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In dispirited Detroit, mayor pleads guilty

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"The idea that somehow all Detroit's problems are going to be cured with the departure of Kwame Kilpatrick is laughable.... The same problems are going to persist, and it's totally unclear as to who the successor on a long-term basis ... will be and how well that person might work with the City Council," says Bill Ballenger, editor of the newsletter Inside Michigan Politics.

Kilpatrick's legacy, he adds, "is going to be [that of] a bright, charismatic, energetic young mayor who in fact was doing a lot of things well but had personal flaws that brought him down."

Kilpatrick was charged in March with eight felony counts, including perjury, obstruction of justice, and misconduct in office. Two more counts were added in August. He pleaded guilty Thursday to obstruction of justice through committing perjury.

The charges stemmed from an extramarital affair between Kilpatrick and his chief of staff, Christine Beatty, who later resigned. After text messages between the two surfaced in January, questions arose about Kilpatrick's testimony denying the affair, which came during a lawsuit last summer looking into whether he had three police officers fired for pursuing an investigation that could have uncovered the affair. Kilpatrick later persuaded the city council to approve an $8.4 million settlement with the officers, allegedly in an effort to keep the text messages from becoming public.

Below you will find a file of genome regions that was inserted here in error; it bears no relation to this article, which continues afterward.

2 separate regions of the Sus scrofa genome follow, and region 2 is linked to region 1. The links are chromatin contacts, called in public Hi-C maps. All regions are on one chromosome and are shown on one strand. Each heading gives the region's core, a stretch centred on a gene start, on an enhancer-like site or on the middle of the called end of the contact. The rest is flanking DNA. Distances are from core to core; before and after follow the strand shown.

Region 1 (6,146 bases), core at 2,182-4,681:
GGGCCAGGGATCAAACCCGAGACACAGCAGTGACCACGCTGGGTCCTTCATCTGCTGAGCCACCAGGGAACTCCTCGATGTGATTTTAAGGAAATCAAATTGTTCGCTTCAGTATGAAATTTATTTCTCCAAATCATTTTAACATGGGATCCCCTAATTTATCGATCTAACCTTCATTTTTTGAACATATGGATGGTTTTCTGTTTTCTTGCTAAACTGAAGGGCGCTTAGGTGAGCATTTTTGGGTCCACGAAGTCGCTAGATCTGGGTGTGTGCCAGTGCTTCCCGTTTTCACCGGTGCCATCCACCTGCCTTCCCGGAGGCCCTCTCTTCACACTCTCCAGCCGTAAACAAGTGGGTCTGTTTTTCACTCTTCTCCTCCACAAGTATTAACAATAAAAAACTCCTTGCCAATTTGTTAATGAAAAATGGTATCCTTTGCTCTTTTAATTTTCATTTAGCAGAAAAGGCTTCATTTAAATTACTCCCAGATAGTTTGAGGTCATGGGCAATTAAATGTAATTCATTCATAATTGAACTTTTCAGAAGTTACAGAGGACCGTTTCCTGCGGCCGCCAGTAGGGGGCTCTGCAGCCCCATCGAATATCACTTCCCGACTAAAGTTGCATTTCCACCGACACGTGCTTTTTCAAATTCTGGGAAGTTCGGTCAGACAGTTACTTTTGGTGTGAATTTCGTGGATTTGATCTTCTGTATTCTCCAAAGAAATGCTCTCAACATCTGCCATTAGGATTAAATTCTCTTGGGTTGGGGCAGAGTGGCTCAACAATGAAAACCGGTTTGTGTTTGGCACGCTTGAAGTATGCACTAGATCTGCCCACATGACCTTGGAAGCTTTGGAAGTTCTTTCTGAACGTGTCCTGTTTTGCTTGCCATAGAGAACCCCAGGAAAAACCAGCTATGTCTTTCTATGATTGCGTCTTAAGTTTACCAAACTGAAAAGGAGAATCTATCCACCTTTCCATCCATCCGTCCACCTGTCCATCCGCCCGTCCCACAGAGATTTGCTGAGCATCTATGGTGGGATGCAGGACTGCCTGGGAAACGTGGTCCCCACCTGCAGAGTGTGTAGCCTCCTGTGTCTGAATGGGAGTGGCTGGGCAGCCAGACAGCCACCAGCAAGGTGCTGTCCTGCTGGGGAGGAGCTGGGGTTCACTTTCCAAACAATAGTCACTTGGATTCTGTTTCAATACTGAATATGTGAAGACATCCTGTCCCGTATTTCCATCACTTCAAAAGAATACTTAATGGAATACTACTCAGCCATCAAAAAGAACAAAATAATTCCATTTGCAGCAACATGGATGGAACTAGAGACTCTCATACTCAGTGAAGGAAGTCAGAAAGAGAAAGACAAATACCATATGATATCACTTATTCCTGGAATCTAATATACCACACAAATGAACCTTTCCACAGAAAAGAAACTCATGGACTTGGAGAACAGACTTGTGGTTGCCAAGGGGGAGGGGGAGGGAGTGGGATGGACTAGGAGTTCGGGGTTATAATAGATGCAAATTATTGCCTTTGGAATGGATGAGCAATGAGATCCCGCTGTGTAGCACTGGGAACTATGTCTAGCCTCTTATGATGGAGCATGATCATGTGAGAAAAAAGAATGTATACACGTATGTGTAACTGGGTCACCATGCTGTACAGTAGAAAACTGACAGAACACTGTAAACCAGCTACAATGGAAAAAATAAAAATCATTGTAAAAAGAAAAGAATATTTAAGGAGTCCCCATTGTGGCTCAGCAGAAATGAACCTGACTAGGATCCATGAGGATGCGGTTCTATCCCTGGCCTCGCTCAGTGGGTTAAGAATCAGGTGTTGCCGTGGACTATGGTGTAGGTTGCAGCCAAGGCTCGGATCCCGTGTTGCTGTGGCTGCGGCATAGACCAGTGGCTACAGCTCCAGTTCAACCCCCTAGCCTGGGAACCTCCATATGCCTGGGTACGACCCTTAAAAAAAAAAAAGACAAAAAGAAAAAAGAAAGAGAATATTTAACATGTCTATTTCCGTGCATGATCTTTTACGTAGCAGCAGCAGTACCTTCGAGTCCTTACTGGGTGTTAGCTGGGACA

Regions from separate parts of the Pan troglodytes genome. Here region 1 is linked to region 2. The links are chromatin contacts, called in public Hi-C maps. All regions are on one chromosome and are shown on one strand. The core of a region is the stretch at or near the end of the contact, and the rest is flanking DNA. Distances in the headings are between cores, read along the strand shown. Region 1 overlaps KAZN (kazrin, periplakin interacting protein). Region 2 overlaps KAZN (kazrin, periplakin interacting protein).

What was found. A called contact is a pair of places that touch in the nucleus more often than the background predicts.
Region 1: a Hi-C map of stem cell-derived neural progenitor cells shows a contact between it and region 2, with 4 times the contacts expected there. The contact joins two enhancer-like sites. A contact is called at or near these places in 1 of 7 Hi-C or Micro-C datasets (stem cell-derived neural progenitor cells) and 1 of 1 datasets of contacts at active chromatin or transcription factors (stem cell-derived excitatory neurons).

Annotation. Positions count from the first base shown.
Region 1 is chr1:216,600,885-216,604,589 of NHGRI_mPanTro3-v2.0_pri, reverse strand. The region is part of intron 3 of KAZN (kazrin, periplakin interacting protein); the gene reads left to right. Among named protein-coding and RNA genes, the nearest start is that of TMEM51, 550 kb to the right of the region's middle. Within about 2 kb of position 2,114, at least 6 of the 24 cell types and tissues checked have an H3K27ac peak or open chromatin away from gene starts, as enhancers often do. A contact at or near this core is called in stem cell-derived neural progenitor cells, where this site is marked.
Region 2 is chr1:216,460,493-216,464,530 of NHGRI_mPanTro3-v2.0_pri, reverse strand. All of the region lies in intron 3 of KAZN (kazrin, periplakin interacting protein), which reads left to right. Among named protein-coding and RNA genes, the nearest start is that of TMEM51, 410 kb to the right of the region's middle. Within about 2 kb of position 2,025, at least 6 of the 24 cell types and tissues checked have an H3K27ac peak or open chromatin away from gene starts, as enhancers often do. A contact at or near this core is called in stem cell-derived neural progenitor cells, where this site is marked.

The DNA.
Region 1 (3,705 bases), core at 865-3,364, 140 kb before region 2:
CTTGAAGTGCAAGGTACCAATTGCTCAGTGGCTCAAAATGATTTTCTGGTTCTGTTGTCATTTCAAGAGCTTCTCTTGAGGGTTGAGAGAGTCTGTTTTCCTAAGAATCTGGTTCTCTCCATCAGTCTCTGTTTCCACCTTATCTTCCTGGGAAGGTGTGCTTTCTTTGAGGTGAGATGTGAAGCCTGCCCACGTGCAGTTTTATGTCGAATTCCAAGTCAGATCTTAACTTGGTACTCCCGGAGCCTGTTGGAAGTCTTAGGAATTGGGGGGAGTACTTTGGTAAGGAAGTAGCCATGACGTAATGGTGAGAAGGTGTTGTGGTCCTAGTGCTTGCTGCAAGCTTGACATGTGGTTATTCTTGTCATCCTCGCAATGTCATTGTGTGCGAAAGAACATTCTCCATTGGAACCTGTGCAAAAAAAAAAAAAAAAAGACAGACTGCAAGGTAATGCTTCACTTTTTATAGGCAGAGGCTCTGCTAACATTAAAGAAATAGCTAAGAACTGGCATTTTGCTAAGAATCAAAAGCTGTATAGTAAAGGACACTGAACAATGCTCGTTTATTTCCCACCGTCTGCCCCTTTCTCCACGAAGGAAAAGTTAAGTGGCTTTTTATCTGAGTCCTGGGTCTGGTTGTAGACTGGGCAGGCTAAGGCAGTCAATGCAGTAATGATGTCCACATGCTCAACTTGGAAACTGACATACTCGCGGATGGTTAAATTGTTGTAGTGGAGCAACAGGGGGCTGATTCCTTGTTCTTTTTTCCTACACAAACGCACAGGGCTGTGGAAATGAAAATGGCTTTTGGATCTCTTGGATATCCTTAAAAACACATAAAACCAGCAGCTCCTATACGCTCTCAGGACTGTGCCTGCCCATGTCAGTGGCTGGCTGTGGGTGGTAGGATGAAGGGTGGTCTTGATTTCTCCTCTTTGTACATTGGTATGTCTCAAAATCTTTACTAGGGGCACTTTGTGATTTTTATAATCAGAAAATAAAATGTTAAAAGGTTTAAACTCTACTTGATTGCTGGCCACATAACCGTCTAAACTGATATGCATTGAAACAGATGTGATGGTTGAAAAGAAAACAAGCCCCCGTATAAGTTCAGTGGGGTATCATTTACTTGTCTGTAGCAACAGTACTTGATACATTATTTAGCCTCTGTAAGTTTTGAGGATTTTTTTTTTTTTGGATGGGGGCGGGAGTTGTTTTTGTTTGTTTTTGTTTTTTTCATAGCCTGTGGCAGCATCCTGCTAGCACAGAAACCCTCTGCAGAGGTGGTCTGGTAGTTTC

Kilpatrick had resisted the multiplying calls for his resignation, including a statement from the Obama campaign Wednesday night that his legal troubles "have been a distraction the city cannot afford." But as Governor Granholm's hearing progressed, he decided to enter the plea agreement.

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